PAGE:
Financial advisors should be brimming with excitement as they anticipate surging demand for their services in the next year. Client behavior checks their enthusiasm, however.
Ninety percent of advisors in a survey released Tuesday by Natixis Global Asset Management said their top challenge in the coming year was clients’ emotional reactions to market movements.
“When investors make emotional decisions, they decrease the odds of reaching their financial goals,” John Hailer, chief executive officer of Natixis Global Asset Management in the Americas and Asia, said in a statement.
“Financial advisors cannot control the markets, but they can head off adverse reactions by creating portfolios designed to stand up in a variety of market conditions. Just as important, they can work with clients to agree on what to do before market-changing events occur. By doing this, they can help take the emotions out of investing.”
Natixis said these findings stood in sharp contrast to what it heard from individual investors in a separate survey conducted in May.
Few of those investors acknowledged a relationship between emotions and investment success. Only 8% answered “yes” when asked whether putting their emotions aside could better enable them to meet their financial goals.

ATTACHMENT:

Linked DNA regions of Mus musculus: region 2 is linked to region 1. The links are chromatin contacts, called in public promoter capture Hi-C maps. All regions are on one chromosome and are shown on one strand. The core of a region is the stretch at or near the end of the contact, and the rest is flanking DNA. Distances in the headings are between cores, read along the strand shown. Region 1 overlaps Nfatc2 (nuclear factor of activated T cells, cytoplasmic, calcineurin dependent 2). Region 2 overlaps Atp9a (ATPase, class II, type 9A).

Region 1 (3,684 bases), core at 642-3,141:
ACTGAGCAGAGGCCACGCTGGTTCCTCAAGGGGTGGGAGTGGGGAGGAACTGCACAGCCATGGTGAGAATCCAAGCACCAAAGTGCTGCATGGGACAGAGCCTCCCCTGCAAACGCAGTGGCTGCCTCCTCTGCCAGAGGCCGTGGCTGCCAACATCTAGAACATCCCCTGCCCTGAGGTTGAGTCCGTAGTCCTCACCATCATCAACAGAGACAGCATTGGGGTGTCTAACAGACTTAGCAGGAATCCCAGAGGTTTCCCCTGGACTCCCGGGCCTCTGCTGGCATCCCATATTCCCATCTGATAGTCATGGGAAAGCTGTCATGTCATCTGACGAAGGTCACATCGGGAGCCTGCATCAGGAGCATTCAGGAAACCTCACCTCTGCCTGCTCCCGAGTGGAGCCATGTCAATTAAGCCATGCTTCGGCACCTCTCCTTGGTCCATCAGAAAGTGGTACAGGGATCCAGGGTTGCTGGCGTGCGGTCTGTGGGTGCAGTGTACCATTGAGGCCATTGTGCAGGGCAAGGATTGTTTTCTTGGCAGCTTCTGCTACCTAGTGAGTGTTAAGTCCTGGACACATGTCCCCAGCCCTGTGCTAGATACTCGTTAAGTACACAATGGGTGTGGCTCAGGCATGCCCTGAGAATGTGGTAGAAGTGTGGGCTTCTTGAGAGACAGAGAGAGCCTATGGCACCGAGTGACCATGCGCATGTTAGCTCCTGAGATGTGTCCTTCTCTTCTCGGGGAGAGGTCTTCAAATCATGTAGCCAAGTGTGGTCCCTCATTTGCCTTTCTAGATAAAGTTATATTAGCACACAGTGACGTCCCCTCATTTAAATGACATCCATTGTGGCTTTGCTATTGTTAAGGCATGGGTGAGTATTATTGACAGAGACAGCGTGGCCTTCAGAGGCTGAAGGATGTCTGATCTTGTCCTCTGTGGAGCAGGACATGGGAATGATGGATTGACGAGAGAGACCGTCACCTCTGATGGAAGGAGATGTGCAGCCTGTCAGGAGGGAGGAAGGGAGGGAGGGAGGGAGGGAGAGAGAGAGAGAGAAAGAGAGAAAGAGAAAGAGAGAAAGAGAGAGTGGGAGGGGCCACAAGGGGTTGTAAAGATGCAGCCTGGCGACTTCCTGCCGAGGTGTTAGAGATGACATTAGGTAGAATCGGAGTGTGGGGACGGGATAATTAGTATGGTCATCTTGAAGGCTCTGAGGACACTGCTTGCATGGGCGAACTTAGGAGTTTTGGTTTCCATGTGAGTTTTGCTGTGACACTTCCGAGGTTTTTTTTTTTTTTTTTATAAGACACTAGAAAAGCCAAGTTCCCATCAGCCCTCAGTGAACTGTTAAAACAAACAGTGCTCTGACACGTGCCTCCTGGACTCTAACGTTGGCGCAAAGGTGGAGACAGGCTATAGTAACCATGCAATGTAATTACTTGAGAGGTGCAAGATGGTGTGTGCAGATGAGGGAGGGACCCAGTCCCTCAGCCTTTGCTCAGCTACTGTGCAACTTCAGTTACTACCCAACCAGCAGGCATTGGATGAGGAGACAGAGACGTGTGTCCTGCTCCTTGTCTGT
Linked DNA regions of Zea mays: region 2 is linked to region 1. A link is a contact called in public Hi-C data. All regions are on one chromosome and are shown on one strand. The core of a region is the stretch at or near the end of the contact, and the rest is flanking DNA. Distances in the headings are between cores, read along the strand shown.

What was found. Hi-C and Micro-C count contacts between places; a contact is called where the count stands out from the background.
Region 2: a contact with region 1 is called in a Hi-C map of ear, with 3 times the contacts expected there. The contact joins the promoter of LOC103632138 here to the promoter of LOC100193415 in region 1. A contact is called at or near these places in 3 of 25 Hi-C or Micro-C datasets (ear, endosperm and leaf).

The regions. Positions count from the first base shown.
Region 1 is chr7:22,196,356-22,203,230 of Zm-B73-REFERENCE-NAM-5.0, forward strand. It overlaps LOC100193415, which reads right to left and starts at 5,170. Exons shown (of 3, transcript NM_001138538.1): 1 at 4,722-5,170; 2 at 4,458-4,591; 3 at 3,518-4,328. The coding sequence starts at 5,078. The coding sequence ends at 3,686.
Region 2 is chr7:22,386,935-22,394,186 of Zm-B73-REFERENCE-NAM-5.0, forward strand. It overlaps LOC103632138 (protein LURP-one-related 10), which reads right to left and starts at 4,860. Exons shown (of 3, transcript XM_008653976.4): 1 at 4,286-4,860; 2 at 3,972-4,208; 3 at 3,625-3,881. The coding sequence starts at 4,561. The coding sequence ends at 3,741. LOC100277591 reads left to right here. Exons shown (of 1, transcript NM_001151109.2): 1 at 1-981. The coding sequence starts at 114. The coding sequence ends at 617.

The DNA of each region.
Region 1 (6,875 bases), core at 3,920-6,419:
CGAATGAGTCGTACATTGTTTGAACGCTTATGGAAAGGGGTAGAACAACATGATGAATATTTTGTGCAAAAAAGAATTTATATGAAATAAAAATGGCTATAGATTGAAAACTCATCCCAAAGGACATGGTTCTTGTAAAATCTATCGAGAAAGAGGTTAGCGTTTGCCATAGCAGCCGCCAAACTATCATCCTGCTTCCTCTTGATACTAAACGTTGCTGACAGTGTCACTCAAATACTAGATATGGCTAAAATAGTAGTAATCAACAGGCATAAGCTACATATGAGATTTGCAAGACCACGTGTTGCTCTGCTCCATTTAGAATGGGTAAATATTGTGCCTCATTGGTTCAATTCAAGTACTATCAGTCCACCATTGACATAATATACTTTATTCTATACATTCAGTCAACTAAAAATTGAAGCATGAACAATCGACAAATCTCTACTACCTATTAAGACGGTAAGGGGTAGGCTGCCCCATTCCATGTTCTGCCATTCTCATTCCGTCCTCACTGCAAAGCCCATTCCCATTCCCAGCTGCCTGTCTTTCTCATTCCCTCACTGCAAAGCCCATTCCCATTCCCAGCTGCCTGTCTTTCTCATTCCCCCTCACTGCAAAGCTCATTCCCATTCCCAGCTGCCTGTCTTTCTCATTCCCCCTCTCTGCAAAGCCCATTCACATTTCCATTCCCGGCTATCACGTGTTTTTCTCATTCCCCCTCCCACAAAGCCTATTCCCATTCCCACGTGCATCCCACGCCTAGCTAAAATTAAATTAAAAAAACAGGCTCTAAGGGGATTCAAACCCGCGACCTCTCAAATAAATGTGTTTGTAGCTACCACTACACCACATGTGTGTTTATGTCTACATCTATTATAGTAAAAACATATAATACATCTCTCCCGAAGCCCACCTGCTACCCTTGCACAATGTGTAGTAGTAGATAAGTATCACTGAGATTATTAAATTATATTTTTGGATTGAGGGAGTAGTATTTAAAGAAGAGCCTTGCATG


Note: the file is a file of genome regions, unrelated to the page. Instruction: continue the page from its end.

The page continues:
“Managing emotions may be easier said than done,” Hailer said. “Investors may not realize the potential negative effects hasty decisions can have on their investment portfolios.”
Another 88% of advisors surveyed said managing investor behavior and confidence would be a major challenge, and 84% expected hard work in persuading clients to stick with their financial plans.
Eighty-four percent of advisors in the survey also expressed concern about the potential effect of rising interest rates and inflation on client portfolios.
If rates should increase, 57% said they would change investing strategies, and 53% would do so if the stock market should plummet.
Natixis’ 2014 research was conducted online in June with 300 financial advisors in the U.S.
Goals-Based Investing, Use of Alternatives
Ninety-one percent of advisors reported that their clients’ investment portfolios were based on personal objectives — an indication, Natixis said, that advisors had embraced the principles of goals-based investing.
According to the study, 84% of advisors agreed that their clients would be happy if they achieved their investment goals over a year even if their portfolio underperformed the market.